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Why Are Radishes Spicy? (And What To Do About It?)

Radishes are one of the easiest vegetables to grow when bringing up a kitchen garden. They are versatile and can be used in multiple recipes to ramp up the flavor.

There are more benefits to this vegetable than you can count, including a low number of calories, a high amount of potassium and Vitamin C, folic acid, and fiber as well.

Despite all the ease, you might constantly be searching for “Why are radishes spicy?” This happens. Often the radishes will look fine and healthy, but as soon as you take a bite, they will come out as too hot to eat.

Keep reading to find out your answer to “Why are radishes spicy?” and what you can do about them.

Why Are Radishes Spicy
Radishes – via Flickr

Why Are Radishes Spicy?

Depending on which part of the world you are in, there will be multiple types of this particular vegetable available. There is horseradish, red radish, white, and even medium black radishes. Most times, people don’t mind the spicy flavor of radishes because it’s not so hot that you won’t eat them.

However, sometimes the spice quotient can be intolerable. In this case, you would want to know why your radishes turn out this spicy and what you can do to get the right flavor. Let’s find out Why Are Radishes Spicy?

Time in the Ground

Radishes mature very quickly, so the amount of time they should be kept in the ground before being pulled off is short. You shouldn’t let the radishes remain in the soil for more than 25 to 35 days. The longer they are in the ground, the more they will grow.

And as has been observed, taller radishes are hotter than medium-sized or shorter ones. So, make sure to pull them out on time to maintain the spice level.

Appropriate Weather for the Radishes

If radishes are not given the proper temperature or weather to grow in, they will develop a pungent taste. So, you need to ensure that you are sowing your vegetable in a precise time window.

Radishes need cooler temperatures to grow in, making the middle to end of spring the best time to sow your radishes.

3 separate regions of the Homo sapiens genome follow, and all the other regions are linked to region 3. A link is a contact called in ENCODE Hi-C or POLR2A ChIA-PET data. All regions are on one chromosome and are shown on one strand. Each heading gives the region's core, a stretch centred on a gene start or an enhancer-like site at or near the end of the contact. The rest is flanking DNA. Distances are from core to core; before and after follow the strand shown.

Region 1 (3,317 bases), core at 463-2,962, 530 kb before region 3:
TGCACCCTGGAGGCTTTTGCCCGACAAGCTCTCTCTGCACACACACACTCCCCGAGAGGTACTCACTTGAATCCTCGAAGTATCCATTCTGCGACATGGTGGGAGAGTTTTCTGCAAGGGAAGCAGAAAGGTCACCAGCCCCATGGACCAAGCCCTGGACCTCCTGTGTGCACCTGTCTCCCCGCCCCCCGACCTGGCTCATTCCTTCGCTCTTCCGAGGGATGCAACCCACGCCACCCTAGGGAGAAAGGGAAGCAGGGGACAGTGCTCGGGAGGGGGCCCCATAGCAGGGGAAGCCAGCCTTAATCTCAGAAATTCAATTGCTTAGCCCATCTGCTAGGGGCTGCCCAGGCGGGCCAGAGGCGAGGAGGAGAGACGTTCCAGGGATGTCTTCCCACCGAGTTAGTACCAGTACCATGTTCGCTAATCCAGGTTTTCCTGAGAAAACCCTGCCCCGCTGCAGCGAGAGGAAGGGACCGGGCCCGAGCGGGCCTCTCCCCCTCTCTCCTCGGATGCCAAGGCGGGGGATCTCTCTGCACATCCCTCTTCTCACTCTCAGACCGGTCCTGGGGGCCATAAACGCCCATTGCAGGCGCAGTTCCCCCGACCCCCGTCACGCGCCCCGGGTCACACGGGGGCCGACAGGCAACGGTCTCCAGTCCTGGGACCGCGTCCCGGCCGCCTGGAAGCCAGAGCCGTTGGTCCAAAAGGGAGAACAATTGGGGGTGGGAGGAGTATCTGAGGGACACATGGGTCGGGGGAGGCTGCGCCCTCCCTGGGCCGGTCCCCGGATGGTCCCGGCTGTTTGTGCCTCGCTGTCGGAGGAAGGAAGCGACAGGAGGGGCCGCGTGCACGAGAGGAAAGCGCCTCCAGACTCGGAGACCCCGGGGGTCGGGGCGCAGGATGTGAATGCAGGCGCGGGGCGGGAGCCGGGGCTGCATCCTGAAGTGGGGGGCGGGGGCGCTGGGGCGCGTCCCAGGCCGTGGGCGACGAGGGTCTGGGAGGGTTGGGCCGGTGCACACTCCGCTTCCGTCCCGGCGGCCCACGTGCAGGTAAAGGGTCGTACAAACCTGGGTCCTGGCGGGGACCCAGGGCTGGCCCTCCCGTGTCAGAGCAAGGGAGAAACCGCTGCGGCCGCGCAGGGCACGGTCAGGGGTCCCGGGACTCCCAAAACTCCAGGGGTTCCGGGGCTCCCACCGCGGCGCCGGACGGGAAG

As they will be ready within a month, just the ending few days of the coolness of spring are enough to keep an extra hot taste out of the radish. Extra warm or hot weather will make the radish spicier.

Inadequate Spacing

When seeds are not planted with adequate spacing in between, the growth of a radish slows down. Radishes being planted too close by leads to overcrowding, which causes the roots to form slowly. This delayed growth and excess time in the soil are another reason the radishes turn out spicy.

Not Enough Moisture

Like most crops, radishes need just the right amount of water. Giving them too much water can make the soil crusty and delay growth. In the opposite situation, not giving enough water can also slow down root formation.

Both these cases lead to a decreased pace of development and more time for radishes in the soil, causing them to heat up.

Excessive Nitrogen

To aid in growth and proper nutrition, you might add a nitrogen-filled fertilizer in the ground, which can lead to the over-development of leaves or foliage and end up being an obstacle in the growth of the radish.

The excessive foliage needs to stay out of the way so radish can develop on time and be harvested before it turns too spicy.

Why Are Radishes Spicy 2
Radishes via Flickr

What Gives Radishes The Spicy Flavor?

The word spicy is used when describing the flavor of radishes but what our taste buds feel when digging into a radish is not spice. There is no spice molecule in this vegetable like the ones found in chilies.

The chemical formation of substances present inside the radish makes us feel the same sensation as when we eat anything spicy. This sensation is due to the substance allyl isothiocyanate.

The substance is formed by the combination of glucosinolates and the enzyme myrosinase, and these molecules are not present in the whole radish but are contained in their cells. The cells are damaged and release these substances when someone bites.

They contain the element Sulphur, which gives you that spicy tingle as soon as you eat. You can find the same molecules in horseradish and mustard.

How to Save a Radish from the Spicy Taste?

The main thing to remember here is that the more time a radish spends in the ground, the spicier it will become.

To save yourself from a basket full of pungent tasting radishes, keep a close watch on how long you keep the radishes in the soil before pulling them out. Hence, longer radishes are hotter than shorter ones.

To prevent the radishes from turning too hot, make sure to plant them with enough space between them – at least 2.5 to 5 cm apart. Grow in small batches rather than large, crowded ones. Keep the soil moist without overwatering. Plant the seeds in the cooler seasons of fall or spring.

What to Do If the Radishes Are Too Spicy?

If the damage has already been done, you can still take a few steps. The spicy taste is mostly in the peel or outer skin of the radish, so you might notice that taking the peel off will significantly lower the hotness level.

Alternatively, you can soak them in ice-cold water for an hour or two, use them to make pickles, or cook them. Cooking them with heat tends to tone down the spicy taste.


Conclusion

Radishes make for a great addition to a normal salad. Their unique taste and low-calorie count make them suitable for use in several recipes, including in diet recipes like paleo diets.

Although homegrown vegetables have their freshness, you can buy radishes of different kinds in a farmer’s market, too, if they turn out too spicy to eat. Just remember to provide all the prerequisites in moderation and take them out at the earliest, and you will have yourself juicy, tolerable radishes.

So, now that you have your answer to “Why are radishes spicy?” take notes and enjoy! Don’t forget to share your view in the comment section.